From: Pender Makin, Commissioner
Date:  March 12, 2019
Subject: Clarification on Requirement to Ensure Parents’ Meaningful Access to IEP Information

Title VI of the Civil Rights Act of 1964 guarantees parents’ right to receive communication from their children’s schools in a language they can understand. The US Department of Education has provided guidance (PDF) clarifying that, “State Education Agencies (SEAs) and Local Education Agencies (LEAs) have flexibility in determining what mix of oral and written translation services may be necessary and reasonable for communicating the required information to parents with limited English proficiency.”

For parents of students with Individualized Education Plans (IEPs), LEAs must ensure that parents are able to understand the proceedings of the IEP meeting and access the IEP document as needed.

In a 2007 letter (PDF) to Conway Public Schools in Arkansas, the Office of Special Education (OSEP) indicated that, “while providing written translations of IEP documents is not required under IDEA, we believe in some circumstances it may help to show that a parent has been fully informed of the services his or her child will be receiving.”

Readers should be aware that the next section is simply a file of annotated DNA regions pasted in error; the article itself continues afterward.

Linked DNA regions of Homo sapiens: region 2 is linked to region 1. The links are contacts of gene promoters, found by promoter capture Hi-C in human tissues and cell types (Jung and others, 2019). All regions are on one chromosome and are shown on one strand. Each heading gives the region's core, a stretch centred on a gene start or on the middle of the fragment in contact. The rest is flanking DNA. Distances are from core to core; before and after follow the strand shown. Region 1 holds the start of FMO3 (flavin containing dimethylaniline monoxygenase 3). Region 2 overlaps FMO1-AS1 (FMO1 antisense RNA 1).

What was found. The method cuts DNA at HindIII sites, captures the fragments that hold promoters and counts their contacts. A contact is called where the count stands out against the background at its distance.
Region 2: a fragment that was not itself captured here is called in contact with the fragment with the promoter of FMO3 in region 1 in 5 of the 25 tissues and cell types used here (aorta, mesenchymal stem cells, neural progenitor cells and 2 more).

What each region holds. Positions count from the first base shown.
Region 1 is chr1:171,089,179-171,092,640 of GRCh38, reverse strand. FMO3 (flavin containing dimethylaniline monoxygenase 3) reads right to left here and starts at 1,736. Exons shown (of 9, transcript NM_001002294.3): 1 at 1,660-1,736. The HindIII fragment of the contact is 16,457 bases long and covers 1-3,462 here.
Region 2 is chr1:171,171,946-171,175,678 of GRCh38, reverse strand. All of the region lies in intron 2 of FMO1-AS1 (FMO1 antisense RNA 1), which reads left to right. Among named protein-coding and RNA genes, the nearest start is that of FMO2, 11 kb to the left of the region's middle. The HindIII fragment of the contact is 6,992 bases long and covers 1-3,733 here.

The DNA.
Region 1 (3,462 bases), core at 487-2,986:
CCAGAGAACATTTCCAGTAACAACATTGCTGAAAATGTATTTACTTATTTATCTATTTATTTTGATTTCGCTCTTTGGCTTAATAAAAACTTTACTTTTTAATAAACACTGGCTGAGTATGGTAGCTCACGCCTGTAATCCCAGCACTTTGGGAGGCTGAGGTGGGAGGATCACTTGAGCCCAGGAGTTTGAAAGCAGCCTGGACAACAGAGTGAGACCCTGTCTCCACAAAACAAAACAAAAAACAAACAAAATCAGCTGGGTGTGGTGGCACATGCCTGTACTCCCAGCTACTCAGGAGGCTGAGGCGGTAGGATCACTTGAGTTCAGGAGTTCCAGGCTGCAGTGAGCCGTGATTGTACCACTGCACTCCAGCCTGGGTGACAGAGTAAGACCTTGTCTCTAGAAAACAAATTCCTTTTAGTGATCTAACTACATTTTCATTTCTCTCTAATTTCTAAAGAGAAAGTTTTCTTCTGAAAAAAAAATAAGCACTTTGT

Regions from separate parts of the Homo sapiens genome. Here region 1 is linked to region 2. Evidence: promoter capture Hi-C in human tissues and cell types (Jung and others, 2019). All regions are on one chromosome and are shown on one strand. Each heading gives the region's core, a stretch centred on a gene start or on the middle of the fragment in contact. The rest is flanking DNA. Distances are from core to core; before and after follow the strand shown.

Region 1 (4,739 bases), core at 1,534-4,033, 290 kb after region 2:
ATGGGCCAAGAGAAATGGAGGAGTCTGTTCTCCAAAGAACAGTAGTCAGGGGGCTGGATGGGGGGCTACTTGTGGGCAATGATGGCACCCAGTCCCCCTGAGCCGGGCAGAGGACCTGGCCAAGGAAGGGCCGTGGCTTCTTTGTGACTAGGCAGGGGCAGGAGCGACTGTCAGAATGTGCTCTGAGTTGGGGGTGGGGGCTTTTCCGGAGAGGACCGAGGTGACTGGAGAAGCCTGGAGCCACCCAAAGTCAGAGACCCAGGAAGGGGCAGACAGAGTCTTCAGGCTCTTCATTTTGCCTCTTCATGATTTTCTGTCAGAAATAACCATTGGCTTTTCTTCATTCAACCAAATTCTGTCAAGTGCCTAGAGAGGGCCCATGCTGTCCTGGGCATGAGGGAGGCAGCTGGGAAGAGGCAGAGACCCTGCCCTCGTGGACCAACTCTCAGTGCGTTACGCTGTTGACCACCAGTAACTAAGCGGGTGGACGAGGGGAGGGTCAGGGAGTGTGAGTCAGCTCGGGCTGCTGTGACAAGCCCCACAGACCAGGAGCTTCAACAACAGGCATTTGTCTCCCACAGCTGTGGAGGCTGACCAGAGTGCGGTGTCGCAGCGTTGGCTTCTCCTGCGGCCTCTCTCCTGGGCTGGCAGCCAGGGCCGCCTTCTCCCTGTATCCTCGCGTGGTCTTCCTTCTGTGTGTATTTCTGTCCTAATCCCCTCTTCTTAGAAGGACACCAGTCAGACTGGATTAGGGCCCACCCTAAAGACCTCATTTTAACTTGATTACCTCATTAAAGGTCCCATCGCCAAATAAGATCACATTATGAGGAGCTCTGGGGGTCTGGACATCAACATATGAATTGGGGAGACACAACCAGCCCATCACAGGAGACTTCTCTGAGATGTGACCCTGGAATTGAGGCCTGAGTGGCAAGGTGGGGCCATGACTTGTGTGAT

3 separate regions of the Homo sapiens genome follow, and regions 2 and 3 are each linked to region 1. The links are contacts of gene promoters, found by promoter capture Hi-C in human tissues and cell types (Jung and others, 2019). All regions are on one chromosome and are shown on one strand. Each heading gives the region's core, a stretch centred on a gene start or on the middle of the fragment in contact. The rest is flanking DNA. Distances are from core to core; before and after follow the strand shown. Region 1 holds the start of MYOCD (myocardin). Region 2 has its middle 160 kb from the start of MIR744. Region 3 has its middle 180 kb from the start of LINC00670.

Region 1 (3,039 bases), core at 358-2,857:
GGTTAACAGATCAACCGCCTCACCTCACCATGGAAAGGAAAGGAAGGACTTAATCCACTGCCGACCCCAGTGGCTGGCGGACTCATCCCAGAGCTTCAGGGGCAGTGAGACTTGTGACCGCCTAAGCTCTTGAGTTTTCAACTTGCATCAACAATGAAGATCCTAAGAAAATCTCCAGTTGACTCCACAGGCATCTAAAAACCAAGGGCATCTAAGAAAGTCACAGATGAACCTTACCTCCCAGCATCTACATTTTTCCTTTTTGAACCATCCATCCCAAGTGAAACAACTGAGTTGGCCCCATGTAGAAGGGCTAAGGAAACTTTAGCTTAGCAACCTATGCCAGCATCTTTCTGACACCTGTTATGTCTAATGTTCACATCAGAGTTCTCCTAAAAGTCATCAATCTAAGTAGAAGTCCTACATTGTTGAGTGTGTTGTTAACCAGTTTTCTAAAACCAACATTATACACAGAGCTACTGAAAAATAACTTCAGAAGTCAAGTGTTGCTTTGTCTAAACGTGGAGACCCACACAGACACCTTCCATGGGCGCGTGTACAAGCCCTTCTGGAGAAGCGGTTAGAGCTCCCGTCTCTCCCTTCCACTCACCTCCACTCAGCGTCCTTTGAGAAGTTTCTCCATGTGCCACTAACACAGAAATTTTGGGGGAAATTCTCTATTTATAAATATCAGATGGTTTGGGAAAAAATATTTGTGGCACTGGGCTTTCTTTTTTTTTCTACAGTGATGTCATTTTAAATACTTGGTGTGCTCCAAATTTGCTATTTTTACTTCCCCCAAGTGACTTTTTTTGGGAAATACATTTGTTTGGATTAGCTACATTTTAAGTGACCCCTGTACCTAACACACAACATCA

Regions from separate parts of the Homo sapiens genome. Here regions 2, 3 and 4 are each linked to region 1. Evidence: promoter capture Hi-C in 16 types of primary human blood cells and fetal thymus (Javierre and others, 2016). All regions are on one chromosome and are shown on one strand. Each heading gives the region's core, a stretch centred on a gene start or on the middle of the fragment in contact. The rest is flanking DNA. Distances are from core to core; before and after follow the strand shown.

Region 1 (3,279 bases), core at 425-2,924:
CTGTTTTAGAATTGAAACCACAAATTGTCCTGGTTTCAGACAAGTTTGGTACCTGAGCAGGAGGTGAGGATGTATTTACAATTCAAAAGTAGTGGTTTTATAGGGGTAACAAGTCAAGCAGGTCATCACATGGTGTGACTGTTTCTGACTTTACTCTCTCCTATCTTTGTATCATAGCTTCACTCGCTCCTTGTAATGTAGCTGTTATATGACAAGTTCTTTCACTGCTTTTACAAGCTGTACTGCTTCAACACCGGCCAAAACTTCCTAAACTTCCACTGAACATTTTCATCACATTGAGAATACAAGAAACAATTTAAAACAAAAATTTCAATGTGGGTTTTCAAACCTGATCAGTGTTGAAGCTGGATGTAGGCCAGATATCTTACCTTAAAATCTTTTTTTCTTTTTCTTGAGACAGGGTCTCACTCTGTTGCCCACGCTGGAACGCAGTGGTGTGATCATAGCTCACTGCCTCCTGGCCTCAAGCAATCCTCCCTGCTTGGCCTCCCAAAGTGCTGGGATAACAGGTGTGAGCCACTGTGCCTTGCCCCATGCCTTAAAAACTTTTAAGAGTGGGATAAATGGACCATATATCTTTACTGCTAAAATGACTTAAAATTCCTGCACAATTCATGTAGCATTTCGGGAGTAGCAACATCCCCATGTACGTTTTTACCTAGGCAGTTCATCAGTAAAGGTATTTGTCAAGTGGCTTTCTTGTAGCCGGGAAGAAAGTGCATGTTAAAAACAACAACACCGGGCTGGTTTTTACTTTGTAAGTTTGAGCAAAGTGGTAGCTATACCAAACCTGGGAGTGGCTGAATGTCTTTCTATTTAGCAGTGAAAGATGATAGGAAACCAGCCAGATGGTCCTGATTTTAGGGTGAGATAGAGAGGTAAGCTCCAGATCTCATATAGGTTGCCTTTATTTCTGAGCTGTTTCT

A 2016 Dear Colleague Letter (PDF) from OSEP states that, “Under Title VI, all vital documents, including a student’s IEP, must be accessible to Limited English Proficient (LEP) parents, but that does not necessarily mean that all vital documents must be translated for every language in the district. For example, a timely and complete oral interpretation or translated summary of a vital document might suffice in some circumstances. A district must, however, be prepared to provide timely and complete translated IEPs to provide meaningful access to the IEP and the parental rights that attach to it. This is because a parent needs meaningful access to the IEP not just during the IEP meeting, but also across school years to monitor the child’s progress and ensure that IEP services are provided.”